What is the origin of the expression "I wouldn't ... for all the tea in China"? I've heard it from a British speaker, and I am guessing it may be of British origin, but I couldn't find a reference for it.
The Facts on File Dictionary of Cliché by Christine Ammer says:
not for all the tea in China Not at any price. Eminent lexicographers [such as Eric Partridge] agree that this term originated in Australia in the 1890s and soon spread to the rest of the tea-drinking English-speaking world. The OED cites K. Tennant's Ride on, Stranger (1943): "I'm not going to stand in my girl's light for all the tea in China."
The earliest result for "all the tea in China" in Google Books is in 1895's The Amateur Fisherman's Guide by Charles Thackeray. There's no preview so it cannot be verified, but it's plausible as Thackeray also founded the Amateur Fishermen's Association of New South Wales in 1895.
The earliest result The Phrase Finder can find to verify the date is from an Australian 1914, but I found an earlier instance in New Zealand's Marlborough Express of 9 September 1907 (actually in a "What The Papers Say" section, credited to the Post):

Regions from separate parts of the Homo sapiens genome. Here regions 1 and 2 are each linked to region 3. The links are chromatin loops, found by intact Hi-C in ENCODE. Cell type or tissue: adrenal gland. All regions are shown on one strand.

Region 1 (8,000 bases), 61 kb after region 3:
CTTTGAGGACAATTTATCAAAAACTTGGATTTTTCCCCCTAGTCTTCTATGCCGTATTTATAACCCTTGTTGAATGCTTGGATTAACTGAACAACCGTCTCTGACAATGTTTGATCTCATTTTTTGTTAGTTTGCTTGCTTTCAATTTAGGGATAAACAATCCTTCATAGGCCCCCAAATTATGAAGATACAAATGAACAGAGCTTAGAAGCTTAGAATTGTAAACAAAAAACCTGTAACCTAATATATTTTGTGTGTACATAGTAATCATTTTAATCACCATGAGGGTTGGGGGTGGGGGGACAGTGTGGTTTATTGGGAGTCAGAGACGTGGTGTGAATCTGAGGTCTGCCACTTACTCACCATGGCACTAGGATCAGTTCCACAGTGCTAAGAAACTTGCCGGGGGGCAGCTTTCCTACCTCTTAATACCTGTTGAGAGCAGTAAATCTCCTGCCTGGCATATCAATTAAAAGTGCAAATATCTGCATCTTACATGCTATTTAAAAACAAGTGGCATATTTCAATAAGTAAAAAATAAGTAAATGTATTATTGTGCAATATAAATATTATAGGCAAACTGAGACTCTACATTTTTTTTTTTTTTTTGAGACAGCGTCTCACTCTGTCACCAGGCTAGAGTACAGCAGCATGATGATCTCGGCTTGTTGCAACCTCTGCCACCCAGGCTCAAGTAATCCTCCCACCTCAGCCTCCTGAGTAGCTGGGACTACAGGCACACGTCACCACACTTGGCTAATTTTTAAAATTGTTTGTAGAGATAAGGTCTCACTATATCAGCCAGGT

A short time ago the Celestial maiden would not exchange one of her tiny, disfigured feet for all the tea in China; if she lives long enough she will probably weep salt tears of regret that she is not in the fashion, and, even though respect for one's elders is commoner in China than it is in, say, New Zealand, may in her heart feel bitterness against her parents for not having been up-to-date.